So then I said – what was I saying?

Discourse acts in many ways as a social marker. By adopting (or not adopting) certain words, turns of phrase, or other distinct linguistic behaviors, a writer can create a persona suitable to whatever situation they might stumble into. Take, for instance, these wordings:

These words embody a rich tradition of stories, myths and legends. To fully comprehend them, we must take into account the complex context in which we find them, and negotiate the contradictions found in the struggle to adapt to modern life. It is against the backdrop of this interlocked weave of traditions we must understand these types of contemporary expressions. Identity is not static – it is an ever changing dynamic formed by the constant struggle for recognition, legibility and respectability inherent in the very act of being social in a multicultural and neoliberal world.

As you might imagine, such wordings signal a strong “HELLO FELLOW HUMANITIES SCHOLARS” to those who identify themselves as such. To others, it bedazzles through sheer verbiage. To yet another other, it signals something, but fails to garner the desired response, as they do not identify with the group. And so on.

Let’s look at more words:

The logos of any given piece of text is usually secondary with regards to its ethos. The persuasiveness follows not from the argument that is being made, but rather from the implied personage that must be understood in order to grasp the text. Both the persona of the writer, and the second persona of the reader – the social setting and the shared doxa that inevitably must follow from the text being as it is. The text not only tells it like it is, it also tells it like we – writer and reader – are. Logos might be the focus of philosophers, but for the reader, ethos and pathos reign supreme.

The rhetoricians among you will immediately feel at home in these words. Everyone else will probably wonder what the deal is with logotypes.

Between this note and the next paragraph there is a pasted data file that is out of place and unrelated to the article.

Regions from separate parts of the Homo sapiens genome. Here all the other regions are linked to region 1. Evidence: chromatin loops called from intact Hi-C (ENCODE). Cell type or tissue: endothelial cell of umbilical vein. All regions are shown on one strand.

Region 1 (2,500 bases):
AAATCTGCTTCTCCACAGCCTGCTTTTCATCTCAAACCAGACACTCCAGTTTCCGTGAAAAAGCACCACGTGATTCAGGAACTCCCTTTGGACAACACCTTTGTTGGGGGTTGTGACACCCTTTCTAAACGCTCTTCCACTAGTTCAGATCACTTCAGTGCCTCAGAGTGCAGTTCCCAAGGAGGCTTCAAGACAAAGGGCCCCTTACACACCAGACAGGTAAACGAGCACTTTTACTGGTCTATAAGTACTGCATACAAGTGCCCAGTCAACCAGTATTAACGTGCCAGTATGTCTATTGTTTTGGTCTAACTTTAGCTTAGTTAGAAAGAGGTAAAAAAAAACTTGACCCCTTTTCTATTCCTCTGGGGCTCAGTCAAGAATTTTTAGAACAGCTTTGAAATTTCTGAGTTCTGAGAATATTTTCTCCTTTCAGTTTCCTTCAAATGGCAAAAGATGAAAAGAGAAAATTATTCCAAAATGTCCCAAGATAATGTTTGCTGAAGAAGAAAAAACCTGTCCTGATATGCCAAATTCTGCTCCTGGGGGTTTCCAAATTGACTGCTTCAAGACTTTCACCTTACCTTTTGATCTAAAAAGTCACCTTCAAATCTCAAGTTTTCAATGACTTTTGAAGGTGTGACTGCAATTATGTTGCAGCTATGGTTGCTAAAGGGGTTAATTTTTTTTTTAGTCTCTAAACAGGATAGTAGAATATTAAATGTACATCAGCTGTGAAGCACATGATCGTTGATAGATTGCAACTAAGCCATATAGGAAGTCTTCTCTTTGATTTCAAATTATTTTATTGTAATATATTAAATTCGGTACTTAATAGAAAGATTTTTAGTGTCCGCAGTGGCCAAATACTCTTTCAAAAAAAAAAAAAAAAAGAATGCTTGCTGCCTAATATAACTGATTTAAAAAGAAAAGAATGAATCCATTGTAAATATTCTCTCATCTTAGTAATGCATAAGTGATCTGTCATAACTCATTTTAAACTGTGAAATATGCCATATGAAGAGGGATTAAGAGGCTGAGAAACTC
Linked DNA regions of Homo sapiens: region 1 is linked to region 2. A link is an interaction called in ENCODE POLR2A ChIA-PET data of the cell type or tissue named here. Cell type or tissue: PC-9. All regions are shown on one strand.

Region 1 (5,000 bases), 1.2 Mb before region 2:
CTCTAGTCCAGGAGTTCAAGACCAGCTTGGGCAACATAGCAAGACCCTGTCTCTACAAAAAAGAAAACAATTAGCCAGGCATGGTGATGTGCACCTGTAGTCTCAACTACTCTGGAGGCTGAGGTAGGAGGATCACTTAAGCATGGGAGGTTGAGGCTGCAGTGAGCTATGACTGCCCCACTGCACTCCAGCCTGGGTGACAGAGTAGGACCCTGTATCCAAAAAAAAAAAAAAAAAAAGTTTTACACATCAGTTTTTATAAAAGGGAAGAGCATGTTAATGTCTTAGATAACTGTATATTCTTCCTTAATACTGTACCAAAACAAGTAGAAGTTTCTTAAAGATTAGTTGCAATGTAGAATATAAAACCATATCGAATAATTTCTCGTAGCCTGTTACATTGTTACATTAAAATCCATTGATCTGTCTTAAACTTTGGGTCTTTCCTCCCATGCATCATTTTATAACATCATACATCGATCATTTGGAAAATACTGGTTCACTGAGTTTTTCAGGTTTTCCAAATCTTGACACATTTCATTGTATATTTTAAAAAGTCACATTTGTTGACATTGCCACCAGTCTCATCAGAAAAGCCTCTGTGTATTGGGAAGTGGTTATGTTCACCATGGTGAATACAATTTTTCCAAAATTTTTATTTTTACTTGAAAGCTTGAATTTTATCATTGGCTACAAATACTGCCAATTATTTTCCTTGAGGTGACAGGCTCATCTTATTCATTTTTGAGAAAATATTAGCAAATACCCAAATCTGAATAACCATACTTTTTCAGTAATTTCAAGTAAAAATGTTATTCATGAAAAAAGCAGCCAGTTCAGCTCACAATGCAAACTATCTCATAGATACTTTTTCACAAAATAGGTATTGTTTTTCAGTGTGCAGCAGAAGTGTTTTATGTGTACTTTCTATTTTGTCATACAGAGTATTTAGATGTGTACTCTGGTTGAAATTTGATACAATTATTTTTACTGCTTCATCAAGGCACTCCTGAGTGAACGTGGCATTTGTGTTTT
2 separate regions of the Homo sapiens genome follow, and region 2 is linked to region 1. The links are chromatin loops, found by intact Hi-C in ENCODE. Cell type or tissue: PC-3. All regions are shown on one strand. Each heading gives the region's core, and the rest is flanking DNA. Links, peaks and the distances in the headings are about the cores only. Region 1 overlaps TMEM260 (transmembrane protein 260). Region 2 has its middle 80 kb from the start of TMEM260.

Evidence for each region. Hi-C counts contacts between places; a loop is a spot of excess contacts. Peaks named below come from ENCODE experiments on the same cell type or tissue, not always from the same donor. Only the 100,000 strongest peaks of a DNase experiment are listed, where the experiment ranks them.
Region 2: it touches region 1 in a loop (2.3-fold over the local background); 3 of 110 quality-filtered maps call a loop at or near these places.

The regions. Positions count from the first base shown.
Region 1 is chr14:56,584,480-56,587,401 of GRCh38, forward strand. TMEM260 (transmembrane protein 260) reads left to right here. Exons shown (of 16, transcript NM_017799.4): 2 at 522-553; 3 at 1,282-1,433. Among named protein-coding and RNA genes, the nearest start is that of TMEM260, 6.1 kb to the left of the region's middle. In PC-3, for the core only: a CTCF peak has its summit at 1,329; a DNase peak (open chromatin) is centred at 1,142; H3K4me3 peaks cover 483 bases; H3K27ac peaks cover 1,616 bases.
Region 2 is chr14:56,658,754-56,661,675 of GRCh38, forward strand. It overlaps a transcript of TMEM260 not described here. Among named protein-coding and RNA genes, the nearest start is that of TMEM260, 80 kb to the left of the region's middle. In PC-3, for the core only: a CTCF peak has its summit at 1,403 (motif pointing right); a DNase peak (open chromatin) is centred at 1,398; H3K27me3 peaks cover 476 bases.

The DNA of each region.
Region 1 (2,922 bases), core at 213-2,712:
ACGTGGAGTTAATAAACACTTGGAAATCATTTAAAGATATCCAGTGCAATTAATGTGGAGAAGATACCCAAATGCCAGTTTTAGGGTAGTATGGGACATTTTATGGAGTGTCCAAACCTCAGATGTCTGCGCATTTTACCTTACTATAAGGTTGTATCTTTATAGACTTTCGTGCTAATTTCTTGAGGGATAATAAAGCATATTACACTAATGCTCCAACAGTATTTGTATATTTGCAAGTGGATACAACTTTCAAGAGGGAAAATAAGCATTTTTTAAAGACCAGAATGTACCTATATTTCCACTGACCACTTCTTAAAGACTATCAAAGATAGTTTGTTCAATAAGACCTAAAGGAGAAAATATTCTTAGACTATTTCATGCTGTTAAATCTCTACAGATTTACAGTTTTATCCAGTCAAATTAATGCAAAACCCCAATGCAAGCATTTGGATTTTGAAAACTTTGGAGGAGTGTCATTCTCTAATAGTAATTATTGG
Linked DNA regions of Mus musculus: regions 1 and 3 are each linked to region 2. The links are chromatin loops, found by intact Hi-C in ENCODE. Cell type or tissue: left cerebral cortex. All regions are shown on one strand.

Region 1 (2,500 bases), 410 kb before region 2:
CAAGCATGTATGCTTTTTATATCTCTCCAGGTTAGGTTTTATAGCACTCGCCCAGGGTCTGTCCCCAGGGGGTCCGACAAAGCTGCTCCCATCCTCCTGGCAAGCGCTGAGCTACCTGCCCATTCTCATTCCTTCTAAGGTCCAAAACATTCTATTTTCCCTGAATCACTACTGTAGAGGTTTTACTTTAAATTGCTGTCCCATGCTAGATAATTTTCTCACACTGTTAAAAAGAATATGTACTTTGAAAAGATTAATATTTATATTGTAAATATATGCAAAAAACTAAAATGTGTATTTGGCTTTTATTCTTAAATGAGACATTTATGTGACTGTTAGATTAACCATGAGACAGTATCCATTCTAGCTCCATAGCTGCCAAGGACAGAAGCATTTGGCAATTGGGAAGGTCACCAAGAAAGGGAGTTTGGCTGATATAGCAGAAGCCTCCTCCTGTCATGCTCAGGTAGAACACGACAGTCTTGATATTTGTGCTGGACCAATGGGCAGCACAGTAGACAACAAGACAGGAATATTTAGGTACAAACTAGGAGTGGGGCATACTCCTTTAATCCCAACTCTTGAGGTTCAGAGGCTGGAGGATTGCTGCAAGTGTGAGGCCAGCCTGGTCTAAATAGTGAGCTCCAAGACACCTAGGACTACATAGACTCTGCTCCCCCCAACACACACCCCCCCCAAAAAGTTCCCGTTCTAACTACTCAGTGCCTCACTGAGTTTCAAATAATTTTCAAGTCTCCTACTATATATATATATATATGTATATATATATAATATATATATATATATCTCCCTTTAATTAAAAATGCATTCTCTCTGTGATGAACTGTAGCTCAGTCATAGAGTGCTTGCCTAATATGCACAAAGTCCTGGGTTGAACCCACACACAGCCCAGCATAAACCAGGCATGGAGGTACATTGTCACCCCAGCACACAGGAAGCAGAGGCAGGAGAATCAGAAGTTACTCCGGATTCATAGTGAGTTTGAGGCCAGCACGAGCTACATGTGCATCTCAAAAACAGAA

Let’s keep at it. More words:

The author function does not, as a matter of course, need an author. It functions autonomously, whether or not there is an actual someone behind the discourse. This is the root of fiction, and it is also the root of lying: it is the act of saying things as if there is someone saying them. Which there might or might not be. On the one hand, the author might author something that functions very well without further participation, perpetuated by the continued reading of others. On the other hand, it is possible to author a person into something they only become aware of ex post facto – such as when someone is informed that he or she is a certain gender.

Foucault would most likely object to being the subject. But the first three words signal all too clearly in which manner the other words are to be read, and thus they are read by those who can read such signs. Everyone else are most likely still trying to make some sort of sense out of this dysfunctional wordplay.

No reason to stop now. More words:

Grammar is prescriptive. Not in the sense of what you can and cannot say – grammar always finds a way to mean something, even if this something is socially useless. No, it proscribes the limit of what metaphysics can be, and thus places an invisible filter over the world. Between you and what you can think – and, more importantly, express – there is grammar. While it does not make it impossible to express things, it does make it that much harder, and various workarounds have to be employed to describe certain features of the world. Poetry being the prime example, where the rules of grammar are broken in such a way that language cannot but produce the intended meaning. Seeing as we don’t speak in poetry in our everyday being, the things we tend to say grammatically form what is easy to think – and there we have the prescrivity.

The social markers are omnipresent. They are in the world, dasein, for everyone to see. And to shake your metaphysical sticks at.

Now, for the last set of words:

Why can’t people just say things straight, by saying what they mean, and mean what they say?

Because words don’t say what you mean, and they definitely do not mean what you think you say. Whoever you are. –

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